“The people who are just in it to make money,” he continued, “they’re sticking their money into SaaS plays because, at the end of the day, it’s really easy to do.”
When it comes down to it, the real problem with the pitch is twofold, DeVaul said. Jurassic Park is a scientific risk on top of an operational risk. Assuming the scientific risk is accounted for — it is; I assure him of Dr. Wu’s capabilities — there still exists the headache of securing the land, as well as the regulatory and ethical hurdles of building out the park, filling it with dinosaurs and shuttling tens of thousands of visitors to it each day.
To bring dinosaurs back to life and run a world-class amusement park is one too many needles to thread. It’s too capital intensive, with too many variables. Investors never want to invest in an idea that stacks risks.
So to decouple the risks, DeVaul told me, the best move might be to use Wu’s science in other ways. One idea is to bring back extinct predators of certain ecosystems that need rebalancing in order to thrive and sell that technology to governments that want it. Another is to introduce genetic diversity into breeding stock and commercially viable species for more efficient food production.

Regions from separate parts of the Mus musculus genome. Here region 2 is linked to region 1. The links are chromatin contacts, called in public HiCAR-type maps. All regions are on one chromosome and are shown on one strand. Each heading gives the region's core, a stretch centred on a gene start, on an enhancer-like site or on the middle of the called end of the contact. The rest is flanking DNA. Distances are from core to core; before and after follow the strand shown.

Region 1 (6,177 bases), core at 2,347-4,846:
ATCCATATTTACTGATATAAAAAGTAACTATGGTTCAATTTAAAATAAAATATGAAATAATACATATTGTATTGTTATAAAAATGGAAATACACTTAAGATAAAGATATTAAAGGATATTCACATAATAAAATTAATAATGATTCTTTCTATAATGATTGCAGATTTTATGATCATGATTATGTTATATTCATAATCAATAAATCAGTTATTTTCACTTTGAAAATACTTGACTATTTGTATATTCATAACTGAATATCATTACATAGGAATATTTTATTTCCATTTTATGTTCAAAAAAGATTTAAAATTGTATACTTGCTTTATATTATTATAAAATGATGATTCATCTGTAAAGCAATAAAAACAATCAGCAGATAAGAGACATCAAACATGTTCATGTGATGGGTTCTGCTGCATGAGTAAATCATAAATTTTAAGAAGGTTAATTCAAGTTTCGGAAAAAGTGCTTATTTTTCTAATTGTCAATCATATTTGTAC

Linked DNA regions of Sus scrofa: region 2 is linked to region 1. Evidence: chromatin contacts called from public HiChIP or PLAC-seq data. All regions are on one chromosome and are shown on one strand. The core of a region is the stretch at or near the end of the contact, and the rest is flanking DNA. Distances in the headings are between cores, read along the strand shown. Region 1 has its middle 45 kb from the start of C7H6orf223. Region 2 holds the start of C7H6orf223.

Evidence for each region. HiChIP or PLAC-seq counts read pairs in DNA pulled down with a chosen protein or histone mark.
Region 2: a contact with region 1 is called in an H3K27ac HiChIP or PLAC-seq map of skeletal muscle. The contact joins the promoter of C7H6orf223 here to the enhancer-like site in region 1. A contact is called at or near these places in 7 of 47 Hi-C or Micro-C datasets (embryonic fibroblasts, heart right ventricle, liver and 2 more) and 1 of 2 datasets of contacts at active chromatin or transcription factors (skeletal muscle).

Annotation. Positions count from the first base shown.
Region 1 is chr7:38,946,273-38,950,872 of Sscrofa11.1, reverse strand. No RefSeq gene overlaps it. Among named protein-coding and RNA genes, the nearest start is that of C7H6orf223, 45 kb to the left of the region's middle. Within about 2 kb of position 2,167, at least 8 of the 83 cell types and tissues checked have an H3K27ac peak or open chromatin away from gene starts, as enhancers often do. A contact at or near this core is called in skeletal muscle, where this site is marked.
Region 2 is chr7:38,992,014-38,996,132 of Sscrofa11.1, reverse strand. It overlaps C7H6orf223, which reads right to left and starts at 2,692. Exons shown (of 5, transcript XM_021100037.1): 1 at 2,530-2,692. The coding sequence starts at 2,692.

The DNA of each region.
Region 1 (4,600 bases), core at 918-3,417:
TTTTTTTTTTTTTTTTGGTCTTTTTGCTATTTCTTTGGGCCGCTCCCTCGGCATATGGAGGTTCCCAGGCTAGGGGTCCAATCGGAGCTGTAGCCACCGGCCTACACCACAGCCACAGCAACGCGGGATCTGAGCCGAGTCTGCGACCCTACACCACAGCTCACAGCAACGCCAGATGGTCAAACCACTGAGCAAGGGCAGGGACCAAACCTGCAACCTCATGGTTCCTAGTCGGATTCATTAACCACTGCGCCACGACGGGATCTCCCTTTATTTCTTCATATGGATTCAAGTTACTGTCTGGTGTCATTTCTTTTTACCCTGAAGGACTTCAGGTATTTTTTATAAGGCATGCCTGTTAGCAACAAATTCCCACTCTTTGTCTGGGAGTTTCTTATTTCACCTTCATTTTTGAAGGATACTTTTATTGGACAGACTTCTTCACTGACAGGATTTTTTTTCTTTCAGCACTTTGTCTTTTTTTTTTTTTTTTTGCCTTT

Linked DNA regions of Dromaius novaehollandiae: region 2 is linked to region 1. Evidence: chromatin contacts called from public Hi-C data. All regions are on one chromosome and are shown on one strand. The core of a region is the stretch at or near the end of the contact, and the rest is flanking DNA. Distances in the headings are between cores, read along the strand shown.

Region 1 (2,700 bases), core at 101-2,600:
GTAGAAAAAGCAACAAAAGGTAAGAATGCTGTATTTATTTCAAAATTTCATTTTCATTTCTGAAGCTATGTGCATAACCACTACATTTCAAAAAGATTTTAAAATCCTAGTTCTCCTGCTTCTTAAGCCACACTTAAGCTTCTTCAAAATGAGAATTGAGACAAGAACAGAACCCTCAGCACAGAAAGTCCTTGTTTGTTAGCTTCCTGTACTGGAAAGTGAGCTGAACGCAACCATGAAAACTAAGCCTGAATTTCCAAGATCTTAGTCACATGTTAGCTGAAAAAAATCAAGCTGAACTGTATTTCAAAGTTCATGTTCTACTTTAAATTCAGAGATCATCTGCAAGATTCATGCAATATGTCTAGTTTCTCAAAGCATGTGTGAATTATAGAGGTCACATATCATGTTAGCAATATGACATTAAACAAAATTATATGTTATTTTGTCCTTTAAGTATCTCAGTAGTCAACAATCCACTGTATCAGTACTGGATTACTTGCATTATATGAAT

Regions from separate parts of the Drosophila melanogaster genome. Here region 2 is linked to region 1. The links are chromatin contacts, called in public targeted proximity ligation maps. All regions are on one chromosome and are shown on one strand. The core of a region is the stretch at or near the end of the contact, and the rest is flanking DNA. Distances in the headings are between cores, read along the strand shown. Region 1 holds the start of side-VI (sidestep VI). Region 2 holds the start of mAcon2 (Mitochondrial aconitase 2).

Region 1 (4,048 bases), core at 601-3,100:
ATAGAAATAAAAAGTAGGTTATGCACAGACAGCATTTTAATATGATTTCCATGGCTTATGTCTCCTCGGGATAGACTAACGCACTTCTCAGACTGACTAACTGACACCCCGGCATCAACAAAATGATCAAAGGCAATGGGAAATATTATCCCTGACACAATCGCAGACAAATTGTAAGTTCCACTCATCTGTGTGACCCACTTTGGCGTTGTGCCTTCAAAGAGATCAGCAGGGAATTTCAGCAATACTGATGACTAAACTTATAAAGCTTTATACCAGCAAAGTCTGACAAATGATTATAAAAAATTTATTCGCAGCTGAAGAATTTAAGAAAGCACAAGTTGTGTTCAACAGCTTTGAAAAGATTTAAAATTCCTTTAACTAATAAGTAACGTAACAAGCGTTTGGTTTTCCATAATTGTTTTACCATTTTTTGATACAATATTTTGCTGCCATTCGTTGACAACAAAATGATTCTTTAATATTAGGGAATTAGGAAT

With the costs covered from that, phase two of the plan might involve licensing out the dinosaurs to someone else who already owns big-game preserves and wants a few raptors thrown in the mix. That allows someone else to deal with the headaches of running a dinosaur park, while you count your money from producing the technology.
“Because [investors] want to succeed, they want you to whittle down that space of uncertainty to that one critical thing that you can attack, and then make everything else as boring as possible,” DeVaul said. “That gives you the best possible chance of winning because you only have this one set of risks to think about.”
“Jurassic Park has an uphill battle, but there are definitely crazy moonshots that are more likely to get some traction these days,” he added.
I wouldn’t count it out. After all, some ideas, just like life, find a way.